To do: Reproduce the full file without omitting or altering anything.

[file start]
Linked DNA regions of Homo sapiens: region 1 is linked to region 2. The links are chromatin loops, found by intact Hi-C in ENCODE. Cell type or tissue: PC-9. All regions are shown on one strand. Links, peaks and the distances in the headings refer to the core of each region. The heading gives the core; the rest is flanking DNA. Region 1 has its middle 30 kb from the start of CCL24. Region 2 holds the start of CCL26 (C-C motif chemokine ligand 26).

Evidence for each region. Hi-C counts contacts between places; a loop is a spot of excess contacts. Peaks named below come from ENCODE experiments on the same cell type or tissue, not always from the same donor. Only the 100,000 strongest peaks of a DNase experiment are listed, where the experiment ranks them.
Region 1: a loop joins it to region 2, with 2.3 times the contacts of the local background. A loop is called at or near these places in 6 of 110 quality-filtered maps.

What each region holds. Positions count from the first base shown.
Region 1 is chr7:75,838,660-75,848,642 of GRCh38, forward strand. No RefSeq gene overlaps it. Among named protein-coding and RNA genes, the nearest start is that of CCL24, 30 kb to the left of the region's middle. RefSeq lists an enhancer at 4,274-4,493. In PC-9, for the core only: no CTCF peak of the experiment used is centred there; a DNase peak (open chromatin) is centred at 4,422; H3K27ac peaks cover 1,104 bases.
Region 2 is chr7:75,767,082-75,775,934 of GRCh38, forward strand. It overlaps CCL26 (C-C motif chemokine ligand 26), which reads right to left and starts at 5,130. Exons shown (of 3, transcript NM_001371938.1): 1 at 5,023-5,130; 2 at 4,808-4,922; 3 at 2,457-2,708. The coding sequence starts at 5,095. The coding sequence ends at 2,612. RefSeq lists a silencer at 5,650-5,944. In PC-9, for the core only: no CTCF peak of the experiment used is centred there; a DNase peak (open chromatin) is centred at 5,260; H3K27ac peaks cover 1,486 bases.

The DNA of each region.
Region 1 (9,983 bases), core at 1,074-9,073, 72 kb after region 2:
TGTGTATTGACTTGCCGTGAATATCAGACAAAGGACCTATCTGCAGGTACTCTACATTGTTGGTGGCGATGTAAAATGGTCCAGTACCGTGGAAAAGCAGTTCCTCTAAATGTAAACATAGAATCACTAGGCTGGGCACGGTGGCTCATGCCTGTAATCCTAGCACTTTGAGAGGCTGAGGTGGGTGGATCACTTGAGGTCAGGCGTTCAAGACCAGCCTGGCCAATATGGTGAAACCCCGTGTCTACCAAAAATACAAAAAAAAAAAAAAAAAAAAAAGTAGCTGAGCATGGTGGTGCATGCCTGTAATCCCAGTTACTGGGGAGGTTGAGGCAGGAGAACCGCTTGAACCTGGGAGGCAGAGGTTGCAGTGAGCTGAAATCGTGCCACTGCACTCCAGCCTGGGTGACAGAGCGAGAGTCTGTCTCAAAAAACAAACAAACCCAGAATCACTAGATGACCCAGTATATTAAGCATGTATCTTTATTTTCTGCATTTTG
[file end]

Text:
Linked DNA regions of Homo sapiens: region 1 is linked to region 2. The links are chromatin loops, found by intact Hi-C in ENCODE. Cell type or tissue: PC-9. All regions are shown on one strand. Links, peaks and the distances in the headings refer to the core of each region. The heading gives the core; the rest is flanking DNA. Region 1 has its middle 30 kb from the start of CCL24. Region 2 holds the start of CCL26 (C-C motif chemokine ligand 26).

Evidence for each region. Hi-C counts contacts between places; a loop is a spot of excess contacts. Peaks named below come from ENCODE experiments on the same cell type or tissue, not always from the same donor. Only the 100,000 strongest peaks of a DNase experiment are listed, where the experiment ranks them.
Region 1: a loop joins it to region 2, with 2.3 times the contacts of the local background. A loop is called at or near these places in 6 of 110 quality-filtered maps.

What each region holds. Positions count from the first base shown.
Region 1 is chr7:75,838,660-75,848,642 of GRCh38, forward strand. No RefSeq gene overlaps it. Among named protein-coding and RNA genes, the nearest start is that of CCL24, 30 kb to the left of the region's middle. RefSeq lists an enhancer at 4,274-4,493. In PC-9, for the core only: no CTCF peak of the experiment used is centred there; a DNase peak (open chromatin) is centred at 4,422; H3K27ac peaks cover 1,104 bases.
Region 2 is chr7:75,767,082-75,775,934 of GRCh38, forward strand. It overlaps CCL26 (C-C motif chemokine ligand 26), which reads right to left and starts at 5,130. Exons shown (of 3, transcript NM_001371938.1): 1 at 5,023-5,130; 2 at 4,808-4,922; 3 at 2,457-2,708. The coding sequence starts at 5,095. The coding sequence ends at 2,612. RefSeq lists a silencer at 5,650-5,944. In PC-9, for the core only: no CTCF peak of the experiment used is centred there; a DNase peak (open chromatin) is centred at 5,260; H3K27ac peaks cover 1,486 bases.

The DNA of each region.
Region 1 (9,983 bases), core at 1,074-9,073, 72 kb after region 2:
TGTGTATTGACTTGCCGTGAATATCAGACAAAGGACCTATCTGCAGGTACTCTACATTGTTGGTGGCGATGTAAAATGGTCCAGTACCGTGGAAAAGCAGTTCCTCTAAATGTAAACATAGAATCACTAGGCTGGGCACGGTGGCTCATGCCTGTAATCCTAGCACTTTGAGAGGCTGAGGTGGGTGGATCACTTGAGGTCAGGCGTTCAAGACCAGCCTGGCCAATATGGTGAAACCCCGTGTCTACCAAAAATACAAAAAAAAAAAAAAAAAAAAAAGTAGCTGAGCATGGTGGTGCATGCCTGTAATCCCAGTTACTGGGGAGGTTGAGGCAGGAGAACCGCTTGAACCTGGGAGGCAGAGGTTGCAGTGAGCTGAAATCGTGCCACTGCACTCCAGCCTGGGTGACAGAGCGAGAGTCTGTCTCAAAAAACAAACAAACCCAGAATCACTAGATGACCCAGTATATTAAGCATGTATCTTTATTTTCTGCATTTTG